Mny tennis fans think the players on the WTA and ATP Tours are a fraternal, congenial lot, bound together by the commonality of what they do. Or at least, they want to think that’s the case.
But on the practice courts, it’s all business. It’s tunnel vision; it’s like there’s no one else around.
It’s situation normal on the match court, where the players (even the good pals) pretend the other one’s not there.
Well, sometimes when the opponent has collapsed on the other side of the court, there’s a show of concern. All of that is more to be expected.
On the practice courts, without the stress of competition, you somehow think there would be more interaction.
For example, top Canadians Milos Raonic and Genie Bouchard practiced next to each other during this U.S. Open once for an hour, and only said a brief ‘hey’.
Bouchard and Maria Sharapova also practiced side-by-side in New York, without acknowledging each other with even a nod. And they DID A PHOTO SHOOT TOGETHER! Nike (and soon-to-be IMG) sisterhood!!!
Tournaments often schedule players who will be squaring off an hour or two later on the practice courts together. They’ll spend a half-hour or 45 minutes within 10 feet of each other and not even acknowledge each others’ presence. You’d think it would be awkward, but it isn’t even.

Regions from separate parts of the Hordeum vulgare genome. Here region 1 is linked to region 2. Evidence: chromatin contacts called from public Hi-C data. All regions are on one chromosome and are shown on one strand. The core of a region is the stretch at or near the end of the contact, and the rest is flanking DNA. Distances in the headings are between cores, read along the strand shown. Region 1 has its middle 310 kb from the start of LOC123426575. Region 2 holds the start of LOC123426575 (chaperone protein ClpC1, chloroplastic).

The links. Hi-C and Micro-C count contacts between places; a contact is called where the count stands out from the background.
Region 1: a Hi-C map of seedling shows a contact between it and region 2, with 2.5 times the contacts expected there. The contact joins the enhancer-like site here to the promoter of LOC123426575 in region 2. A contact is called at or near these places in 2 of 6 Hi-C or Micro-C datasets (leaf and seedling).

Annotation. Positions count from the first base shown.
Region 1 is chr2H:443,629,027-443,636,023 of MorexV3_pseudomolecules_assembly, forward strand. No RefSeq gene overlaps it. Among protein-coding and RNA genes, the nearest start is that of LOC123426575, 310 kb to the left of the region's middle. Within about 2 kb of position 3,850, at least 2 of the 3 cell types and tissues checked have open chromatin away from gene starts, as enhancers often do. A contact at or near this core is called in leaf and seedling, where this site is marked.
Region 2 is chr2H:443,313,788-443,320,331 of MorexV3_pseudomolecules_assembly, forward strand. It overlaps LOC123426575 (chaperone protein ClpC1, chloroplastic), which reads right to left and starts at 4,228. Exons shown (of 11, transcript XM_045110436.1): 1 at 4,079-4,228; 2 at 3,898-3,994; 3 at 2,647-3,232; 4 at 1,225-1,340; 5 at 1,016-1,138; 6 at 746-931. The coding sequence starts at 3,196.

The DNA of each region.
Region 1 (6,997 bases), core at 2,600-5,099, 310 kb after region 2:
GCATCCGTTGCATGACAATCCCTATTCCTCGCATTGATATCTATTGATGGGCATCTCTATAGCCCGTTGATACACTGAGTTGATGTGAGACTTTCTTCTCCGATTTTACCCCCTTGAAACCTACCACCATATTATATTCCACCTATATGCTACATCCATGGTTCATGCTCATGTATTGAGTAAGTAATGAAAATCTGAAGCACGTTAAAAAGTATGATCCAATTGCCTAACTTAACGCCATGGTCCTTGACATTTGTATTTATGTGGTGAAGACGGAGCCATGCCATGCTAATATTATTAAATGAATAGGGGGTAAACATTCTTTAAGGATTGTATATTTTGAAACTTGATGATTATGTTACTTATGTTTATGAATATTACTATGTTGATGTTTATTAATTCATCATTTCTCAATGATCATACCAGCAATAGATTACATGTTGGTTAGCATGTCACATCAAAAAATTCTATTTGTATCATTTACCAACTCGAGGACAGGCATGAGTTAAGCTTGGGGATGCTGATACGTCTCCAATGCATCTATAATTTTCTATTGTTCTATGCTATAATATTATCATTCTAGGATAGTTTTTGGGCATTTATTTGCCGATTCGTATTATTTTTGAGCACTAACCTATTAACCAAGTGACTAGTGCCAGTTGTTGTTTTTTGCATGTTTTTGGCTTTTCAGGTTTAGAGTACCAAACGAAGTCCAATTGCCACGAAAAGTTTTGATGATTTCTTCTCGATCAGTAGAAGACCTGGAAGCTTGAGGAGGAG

It’s the strangest thing, really. Like two boxers sharing a ring for some pre-bout sparring a few hours before a big pay-per-view. You’d think the coaches would at least give the other player the side-eye, or watch intently to see what they’re doing. Or that SOMEONE would throw some shade on SOMEONE! But, no, nothing.
Frank Dancevic and Joao Sousa at the U.S. Open:
Bouchard and Shahar Pe’er at the French Open (Bouchard would later thrash her):
Even Roger Federer and Novak Djokovic, before they played their French Open final a few years ago, warmed up on Court Philippe Chatrier at the same time. And it was as if the other wasn’t there for most of it.
Later that summer, the two practiced on adjoining courts in Montreal – they were in such proximity that their back sweat was practically co-mingling. But, nah, nothin’. And these two are quite friendly.
It’s not a universal rule. Obviously some players are pals and when they cross on the practice courts, they bro-hug and high-five and all that. But it’s amazing how oblivious they are to each other, most of the time.
As with most things of this type, the men are better at it than the ladies. Of course, they also practice together a lot more often than the ladies do, as well, particularly those who are countrymen.
Here’s a snippet of a few minutes on the practice courts at the U.S. Open, late in the tournament, when the Bryan brothers arrived, countrywoman Serena Williams left, and both passed right by Roger Federer.
It’s not earth-shattering stuff. But it’s a little side of the pro tennis life that you don’t get to see on television.
And then, of course, there’s that guy who has to ruin it for everyone!